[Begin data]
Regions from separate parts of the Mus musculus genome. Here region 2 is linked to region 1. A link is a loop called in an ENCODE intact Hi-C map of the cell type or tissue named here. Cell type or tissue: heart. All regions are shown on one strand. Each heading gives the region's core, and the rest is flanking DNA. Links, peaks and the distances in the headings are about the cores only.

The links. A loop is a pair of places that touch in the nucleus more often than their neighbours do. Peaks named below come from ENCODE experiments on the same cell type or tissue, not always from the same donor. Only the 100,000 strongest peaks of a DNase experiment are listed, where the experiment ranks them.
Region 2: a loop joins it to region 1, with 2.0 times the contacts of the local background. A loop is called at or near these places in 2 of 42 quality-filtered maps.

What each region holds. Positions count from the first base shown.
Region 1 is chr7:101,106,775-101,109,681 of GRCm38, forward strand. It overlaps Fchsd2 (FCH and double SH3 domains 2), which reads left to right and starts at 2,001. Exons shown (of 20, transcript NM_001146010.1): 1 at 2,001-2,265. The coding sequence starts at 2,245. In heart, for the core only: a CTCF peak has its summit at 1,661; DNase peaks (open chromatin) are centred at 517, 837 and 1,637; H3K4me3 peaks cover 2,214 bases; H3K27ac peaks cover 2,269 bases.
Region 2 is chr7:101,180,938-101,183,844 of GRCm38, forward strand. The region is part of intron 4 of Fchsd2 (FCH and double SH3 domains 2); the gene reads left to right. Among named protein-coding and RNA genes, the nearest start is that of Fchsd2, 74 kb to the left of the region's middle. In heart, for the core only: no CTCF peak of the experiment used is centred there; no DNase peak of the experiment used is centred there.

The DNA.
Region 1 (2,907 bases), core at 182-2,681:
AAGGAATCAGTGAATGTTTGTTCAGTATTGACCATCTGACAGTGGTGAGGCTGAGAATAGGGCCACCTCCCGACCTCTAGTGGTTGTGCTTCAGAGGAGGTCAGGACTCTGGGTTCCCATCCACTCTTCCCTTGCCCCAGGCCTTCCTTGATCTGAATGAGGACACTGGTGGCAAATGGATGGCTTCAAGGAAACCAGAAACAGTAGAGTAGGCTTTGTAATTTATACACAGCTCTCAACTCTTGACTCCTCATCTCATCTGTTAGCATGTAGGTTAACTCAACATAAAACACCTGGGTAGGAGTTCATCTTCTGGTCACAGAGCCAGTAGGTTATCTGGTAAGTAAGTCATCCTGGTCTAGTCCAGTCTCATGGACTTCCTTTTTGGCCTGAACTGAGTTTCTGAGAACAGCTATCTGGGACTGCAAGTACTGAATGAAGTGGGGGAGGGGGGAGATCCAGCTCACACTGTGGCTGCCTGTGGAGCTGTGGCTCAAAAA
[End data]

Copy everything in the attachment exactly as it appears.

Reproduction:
Regions from separate parts of the Mus musculus genome. Here region 2 is linked to region 1. A link is a loop called in an ENCODE intact Hi-C map of the cell type or tissue named here. Cell type or tissue: heart. All regions are shown on one strand. Each heading gives the region's core, and the rest is flanking DNA. Links, peaks and the distances in the headings are about the cores only.

The links. A loop is a pair of places that touch in the nucleus more often than their neighbours do. Peaks named below come from ENCODE experiments on the same cell type or tissue, not always from the same donor. Only the 100,000 strongest peaks of a DNase experiment are listed, where the experiment ranks them.
Region 2: a loop joins it to region 1, with 2.0 times the contacts of the local background. A loop is called at or near these places in 2 of 42 quality-filtered maps.

What each region holds. Positions count from the first base shown.
Region 1 is chr7:101,106,775-101,109,681 of GRCm38, forward strand. It overlaps Fchsd2 (FCH and double SH3 domains 2), which reads left to right and starts at 2,001. Exons shown (of 20, transcript NM_001146010.1): 1 at 2,001-2,265. The coding sequence starts at 2,245. In heart, for the core only: a CTCF peak has its summit at 1,661; DNase peaks (open chromatin) are centred at 517, 837 and 1,637; H3K4me3 peaks cover 2,214 bases; H3K27ac peaks cover 2,269 bases.
Region 2 is chr7:101,180,938-101,183,844 of GRCm38, forward strand. The region is part of intron 4 of Fchsd2 (FCH and double SH3 domains 2); the gene reads left to right. Among named protein-coding and RNA genes, the nearest start is that of Fchsd2, 74 kb to the left of the region's middle. In heart, for the core only: no CTCF peak of the experiment used is centred there; no DNase peak of the experiment used is centred there.

The DNA.
Region 1 (2,907 bases), core at 182-2,681:
AAGGAATCAGTGAATGTTTGTTCAGTATTGACCATCTGACAGTGGTGAGGCTGAGAATAGGGCCACCTCCCGACCTCTAGTGGTTGTGCTTCAGAGGAGGTCAGGACTCTGGGTTCCCATCCACTCTTCCCTTGCCCCAGGCCTTCCTTGATCTGAATGAGGACACTGGTGGCAAATGGATGGCTTCAAGGAAACCAGAAACAGTAGAGTAGGCTTTGTAATTTATACACAGCTCTCAACTCTTGACTCCTCATCTCATCTGTTAGCATGTAGGTTAACTCAACATAAAACACCTGGGTAGGAGTTCATCTTCTGGTCACAGAGCCAGTAGGTTATCTGGTAAGTAAGTCATCCTGGTCTAGTCCAGTCTCATGGACTTCCTTTTTGGCCTGAACTGAGTTTCTGAGAACAGCTATCTGGGACTGCAAGTACTGAATGAAGTGGGGGAGGGGGGAGATCCAGCTCACACTGTGGCTGCCTGTGGAGCTGTGGCTCAAAAA